Mixed messaging is not helping rugby’s cause as Freddie Steward’s red card is rescinded

Freddie Steward of England receives a red card from referee Jaco Peyper during the Six Nations clash against Ireland. Photo: David Rogers/Getty Images

Cian Tracey

Who’d be a referee, eh? With the eyes of the rugby world fixated on Jaco Peyper’s every word, the experienced South African official must have felt like he had done his due diligence by showing Freddie Steward a red card at the Aviva Stadium last weekend.

Peyper has been around long enough, though, to know that as soon as he sent off the England full-back, a storm was brewing.

As is usually the case with controversial incidents, the widespread outrage tends to be heard loudest, yet there are many who believe Peyper made the correct decision.

However, as soon as the disciplinary committee rescinded Steward’s red card, feeling it merited a yellow, it thrust Peyper back into the spotlight.

Reflecting on the incident that left Hugo Keenan needing a HIA (head injury assessment) that he did not pass, Peyper’s biggest mistake was stating he did not believe there had been any mitigating circumstances.

Mack Hansen’s knock-on is crucial in that regard, as that is what changed the whole picture, both from Steward’s and Keenan’s point of view.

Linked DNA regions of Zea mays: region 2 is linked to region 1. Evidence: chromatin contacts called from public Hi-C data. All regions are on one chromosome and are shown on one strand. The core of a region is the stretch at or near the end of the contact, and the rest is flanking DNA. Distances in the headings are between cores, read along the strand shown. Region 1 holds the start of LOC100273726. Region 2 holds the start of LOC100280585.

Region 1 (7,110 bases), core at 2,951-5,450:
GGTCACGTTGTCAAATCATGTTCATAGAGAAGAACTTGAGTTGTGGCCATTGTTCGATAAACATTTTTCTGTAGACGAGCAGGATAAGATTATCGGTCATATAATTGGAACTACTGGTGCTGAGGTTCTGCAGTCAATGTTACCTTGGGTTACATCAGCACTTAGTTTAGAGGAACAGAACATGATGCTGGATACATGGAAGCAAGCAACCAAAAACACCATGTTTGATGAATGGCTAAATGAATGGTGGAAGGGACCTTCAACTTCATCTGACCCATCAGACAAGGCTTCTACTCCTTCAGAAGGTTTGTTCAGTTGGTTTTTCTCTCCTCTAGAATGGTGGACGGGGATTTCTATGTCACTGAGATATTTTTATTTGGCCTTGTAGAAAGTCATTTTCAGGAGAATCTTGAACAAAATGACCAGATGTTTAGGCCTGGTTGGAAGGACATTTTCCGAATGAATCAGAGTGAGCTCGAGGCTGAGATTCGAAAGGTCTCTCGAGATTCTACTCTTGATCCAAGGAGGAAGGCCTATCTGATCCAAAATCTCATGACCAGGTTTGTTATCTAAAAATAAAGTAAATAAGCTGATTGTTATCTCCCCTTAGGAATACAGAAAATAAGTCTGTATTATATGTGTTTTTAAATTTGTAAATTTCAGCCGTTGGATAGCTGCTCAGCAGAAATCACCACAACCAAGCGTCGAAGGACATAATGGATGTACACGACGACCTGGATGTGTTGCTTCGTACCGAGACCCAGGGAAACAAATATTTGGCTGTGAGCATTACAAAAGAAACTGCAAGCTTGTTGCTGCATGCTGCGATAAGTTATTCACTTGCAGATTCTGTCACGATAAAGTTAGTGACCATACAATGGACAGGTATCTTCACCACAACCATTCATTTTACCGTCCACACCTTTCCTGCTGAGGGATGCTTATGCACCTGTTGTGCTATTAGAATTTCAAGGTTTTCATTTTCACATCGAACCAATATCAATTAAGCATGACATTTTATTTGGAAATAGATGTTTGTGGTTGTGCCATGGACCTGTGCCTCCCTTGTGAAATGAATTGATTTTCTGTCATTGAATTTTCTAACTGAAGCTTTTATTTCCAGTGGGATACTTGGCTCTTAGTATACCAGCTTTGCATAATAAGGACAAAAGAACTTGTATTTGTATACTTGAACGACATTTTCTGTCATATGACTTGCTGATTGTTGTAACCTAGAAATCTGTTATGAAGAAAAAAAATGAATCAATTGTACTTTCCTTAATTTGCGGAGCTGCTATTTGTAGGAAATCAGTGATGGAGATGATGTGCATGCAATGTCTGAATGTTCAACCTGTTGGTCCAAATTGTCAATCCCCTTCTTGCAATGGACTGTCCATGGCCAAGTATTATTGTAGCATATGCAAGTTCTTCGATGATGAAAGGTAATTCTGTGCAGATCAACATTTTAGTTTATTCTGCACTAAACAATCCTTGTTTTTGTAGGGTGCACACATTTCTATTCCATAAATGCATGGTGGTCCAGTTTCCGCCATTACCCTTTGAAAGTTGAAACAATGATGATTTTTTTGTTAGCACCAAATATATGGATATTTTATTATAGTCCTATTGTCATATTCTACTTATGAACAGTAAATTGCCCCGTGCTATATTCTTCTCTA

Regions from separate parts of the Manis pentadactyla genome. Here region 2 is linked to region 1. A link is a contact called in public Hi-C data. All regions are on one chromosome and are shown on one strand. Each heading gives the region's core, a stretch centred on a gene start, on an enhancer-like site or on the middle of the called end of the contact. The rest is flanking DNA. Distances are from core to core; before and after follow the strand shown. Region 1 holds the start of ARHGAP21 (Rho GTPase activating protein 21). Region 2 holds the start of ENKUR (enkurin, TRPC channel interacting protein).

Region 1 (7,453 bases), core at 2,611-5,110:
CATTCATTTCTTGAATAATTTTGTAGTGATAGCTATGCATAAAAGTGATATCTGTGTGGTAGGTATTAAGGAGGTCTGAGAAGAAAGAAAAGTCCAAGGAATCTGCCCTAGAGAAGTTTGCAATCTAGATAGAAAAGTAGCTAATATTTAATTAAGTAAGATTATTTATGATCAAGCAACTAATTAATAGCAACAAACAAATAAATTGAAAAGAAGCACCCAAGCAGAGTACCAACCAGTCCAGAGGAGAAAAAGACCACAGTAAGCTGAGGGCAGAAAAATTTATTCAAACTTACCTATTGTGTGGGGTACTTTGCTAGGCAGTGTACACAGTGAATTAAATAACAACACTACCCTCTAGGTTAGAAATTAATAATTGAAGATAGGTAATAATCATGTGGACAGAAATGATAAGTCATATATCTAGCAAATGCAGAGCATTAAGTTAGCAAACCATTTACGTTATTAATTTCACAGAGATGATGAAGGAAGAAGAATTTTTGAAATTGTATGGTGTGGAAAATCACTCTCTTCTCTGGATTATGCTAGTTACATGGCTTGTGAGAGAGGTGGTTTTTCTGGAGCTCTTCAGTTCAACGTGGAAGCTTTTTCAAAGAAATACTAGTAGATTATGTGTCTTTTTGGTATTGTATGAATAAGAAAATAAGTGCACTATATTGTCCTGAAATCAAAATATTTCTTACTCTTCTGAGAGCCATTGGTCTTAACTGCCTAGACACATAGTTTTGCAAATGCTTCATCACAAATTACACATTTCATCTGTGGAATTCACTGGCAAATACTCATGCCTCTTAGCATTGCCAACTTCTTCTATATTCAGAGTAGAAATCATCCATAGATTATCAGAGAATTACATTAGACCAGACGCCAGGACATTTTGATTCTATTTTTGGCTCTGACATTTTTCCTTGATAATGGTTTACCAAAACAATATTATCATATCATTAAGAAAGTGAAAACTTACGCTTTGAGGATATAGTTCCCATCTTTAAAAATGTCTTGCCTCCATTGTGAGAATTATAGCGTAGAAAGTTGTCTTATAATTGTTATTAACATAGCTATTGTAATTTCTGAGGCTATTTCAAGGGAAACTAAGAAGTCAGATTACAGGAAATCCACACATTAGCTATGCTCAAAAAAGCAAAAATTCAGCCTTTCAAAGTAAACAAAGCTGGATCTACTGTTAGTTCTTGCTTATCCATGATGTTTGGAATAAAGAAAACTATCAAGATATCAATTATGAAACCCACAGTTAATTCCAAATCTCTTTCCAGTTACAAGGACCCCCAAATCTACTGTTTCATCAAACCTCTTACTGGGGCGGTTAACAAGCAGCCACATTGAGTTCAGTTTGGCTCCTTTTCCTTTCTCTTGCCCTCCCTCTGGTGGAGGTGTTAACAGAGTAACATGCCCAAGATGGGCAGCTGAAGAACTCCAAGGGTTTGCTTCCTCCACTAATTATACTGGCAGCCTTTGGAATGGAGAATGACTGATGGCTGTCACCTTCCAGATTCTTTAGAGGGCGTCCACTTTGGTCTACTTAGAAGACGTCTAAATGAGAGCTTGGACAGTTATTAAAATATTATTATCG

The buck stops with the referee, yet it is worth pointing out that his TMO Marius Jonker fully agreed with his assessment of the incident. “I agree with the facts,” Jonker said after Peyper made it clear he did not see any mitigation factors.

Fast-forward to yesterday’s verdict, and this is what the disciplinary committee felt: “There were sufficient mitigating factors, including the late change in the dynamics and positioning of the opposing player, which should have resulted in the issue of a yellow card rather than a red card.”

That kind of mixed messaging is indicative of rugby’s convoluted disciplinary process, which is hard to get your head around at the best of times.

Keenan hit the nail on the head when he said it was “a weird incident. You never really see it.” That’s why there is some sympathy for Steward, who argued at the time: “I braced for impact, I can’t go anywhere else.” To which Peyper responded: “I understand, but in the current climate, you’re upright, you’re into contact...”

The term ‘current climate’ is doing a lot of heavy lifting there, as Peyper was clearly mindful of World Rugby’s major clampdown on head injuries. As he saw Keenan forced off, he may have felt backed into a corner.

As Steward made his way to the sideline, it was telling that James Lowe offered his commiserations, as, like his team-mate Keenan, he understood the tricky position that Steward had found himself in.

That was the second controversial incident Ireland were involved in across the Six Nations, as France prop Uini Atonio was shown a yellow card for a high tackle that left Rob Herring with a head injury.

The disciplinary committee took a dim view of the matter, handing Atonio a three-game ban, whereas the most experienced referee in the game, Wayne Barnes, only felt it was worthy of a yellow card.

Rugby is an extremely difficult sport to referee, but as long as the officials and the disciplinary committee are not on the same page, it leaves the game in a murky place.